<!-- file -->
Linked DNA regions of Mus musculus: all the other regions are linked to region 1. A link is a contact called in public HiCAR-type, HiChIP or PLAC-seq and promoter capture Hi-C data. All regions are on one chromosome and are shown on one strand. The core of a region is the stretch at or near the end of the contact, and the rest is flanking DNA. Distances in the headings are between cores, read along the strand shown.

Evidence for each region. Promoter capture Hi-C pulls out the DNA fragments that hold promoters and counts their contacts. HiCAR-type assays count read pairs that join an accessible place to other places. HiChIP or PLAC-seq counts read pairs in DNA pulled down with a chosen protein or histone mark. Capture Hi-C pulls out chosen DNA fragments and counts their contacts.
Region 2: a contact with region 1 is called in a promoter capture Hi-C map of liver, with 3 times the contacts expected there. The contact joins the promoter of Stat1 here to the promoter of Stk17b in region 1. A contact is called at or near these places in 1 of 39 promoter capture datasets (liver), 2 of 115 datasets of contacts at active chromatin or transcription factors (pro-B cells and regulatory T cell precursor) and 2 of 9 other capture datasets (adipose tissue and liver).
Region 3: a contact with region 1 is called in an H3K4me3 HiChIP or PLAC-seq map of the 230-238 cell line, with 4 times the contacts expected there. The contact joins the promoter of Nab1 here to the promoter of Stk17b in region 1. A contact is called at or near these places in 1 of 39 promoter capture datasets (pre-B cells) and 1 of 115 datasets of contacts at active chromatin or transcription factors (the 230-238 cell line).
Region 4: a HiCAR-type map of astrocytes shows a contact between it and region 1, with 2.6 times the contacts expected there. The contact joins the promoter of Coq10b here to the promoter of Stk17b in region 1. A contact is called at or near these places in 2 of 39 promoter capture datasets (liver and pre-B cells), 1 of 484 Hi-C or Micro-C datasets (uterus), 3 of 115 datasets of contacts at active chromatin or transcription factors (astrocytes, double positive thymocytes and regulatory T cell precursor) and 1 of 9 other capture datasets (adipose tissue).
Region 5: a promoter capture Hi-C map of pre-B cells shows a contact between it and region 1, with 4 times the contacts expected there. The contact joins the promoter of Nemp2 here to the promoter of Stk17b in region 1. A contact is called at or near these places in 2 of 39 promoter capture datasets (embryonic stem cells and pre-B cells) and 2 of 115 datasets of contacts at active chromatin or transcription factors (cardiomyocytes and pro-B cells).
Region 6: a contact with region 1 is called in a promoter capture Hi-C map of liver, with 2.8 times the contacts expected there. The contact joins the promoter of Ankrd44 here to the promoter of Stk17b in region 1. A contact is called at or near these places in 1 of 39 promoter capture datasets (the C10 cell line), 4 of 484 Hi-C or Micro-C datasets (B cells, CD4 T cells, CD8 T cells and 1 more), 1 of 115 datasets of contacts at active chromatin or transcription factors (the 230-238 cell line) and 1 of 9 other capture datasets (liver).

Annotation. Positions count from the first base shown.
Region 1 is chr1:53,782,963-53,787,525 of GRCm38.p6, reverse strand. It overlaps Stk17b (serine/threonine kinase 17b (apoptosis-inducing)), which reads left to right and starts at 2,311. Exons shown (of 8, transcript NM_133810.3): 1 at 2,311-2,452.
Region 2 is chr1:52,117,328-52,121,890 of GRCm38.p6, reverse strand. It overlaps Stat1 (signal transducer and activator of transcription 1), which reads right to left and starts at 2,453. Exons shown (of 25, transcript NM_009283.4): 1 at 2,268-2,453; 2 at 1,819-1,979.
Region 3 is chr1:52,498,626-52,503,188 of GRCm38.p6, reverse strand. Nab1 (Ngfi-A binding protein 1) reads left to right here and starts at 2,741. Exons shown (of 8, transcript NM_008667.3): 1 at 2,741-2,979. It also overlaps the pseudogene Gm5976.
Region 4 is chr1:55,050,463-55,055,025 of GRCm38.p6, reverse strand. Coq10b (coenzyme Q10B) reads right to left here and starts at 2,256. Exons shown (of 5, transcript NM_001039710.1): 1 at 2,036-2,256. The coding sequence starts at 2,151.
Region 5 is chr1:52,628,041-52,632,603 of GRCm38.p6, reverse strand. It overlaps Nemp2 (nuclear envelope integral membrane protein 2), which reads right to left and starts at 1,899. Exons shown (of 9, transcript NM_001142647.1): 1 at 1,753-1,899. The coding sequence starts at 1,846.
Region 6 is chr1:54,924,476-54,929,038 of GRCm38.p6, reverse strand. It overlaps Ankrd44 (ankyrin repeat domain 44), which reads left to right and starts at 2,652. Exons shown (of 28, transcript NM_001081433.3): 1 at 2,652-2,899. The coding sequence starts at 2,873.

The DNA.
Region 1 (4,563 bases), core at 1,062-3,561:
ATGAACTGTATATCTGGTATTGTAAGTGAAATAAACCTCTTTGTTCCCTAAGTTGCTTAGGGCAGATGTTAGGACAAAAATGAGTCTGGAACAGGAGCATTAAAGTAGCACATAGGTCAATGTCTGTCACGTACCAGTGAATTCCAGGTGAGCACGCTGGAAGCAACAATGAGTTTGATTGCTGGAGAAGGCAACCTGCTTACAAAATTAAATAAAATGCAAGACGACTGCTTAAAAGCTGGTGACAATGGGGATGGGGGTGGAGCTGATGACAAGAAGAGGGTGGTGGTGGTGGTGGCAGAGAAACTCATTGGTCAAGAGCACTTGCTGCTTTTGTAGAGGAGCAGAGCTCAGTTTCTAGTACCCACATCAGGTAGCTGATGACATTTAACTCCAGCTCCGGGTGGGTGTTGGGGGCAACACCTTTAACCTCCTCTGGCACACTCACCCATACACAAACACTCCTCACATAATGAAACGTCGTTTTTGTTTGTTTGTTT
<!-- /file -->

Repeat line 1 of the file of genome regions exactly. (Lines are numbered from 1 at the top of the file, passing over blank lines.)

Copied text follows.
Linked DNA regions of Mus musculus: all the other regions are linked to region 1. A link is a contact called in public HiCAR-type, HiChIP or PLAC-seq and promoter capture Hi-C data. All regions are on one chromosome and are shown on one strand. The core of a region is the stretch at or near the end of the contact, and the rest is flanking DNA. Distances in the headings are between cores, read along the strand shown.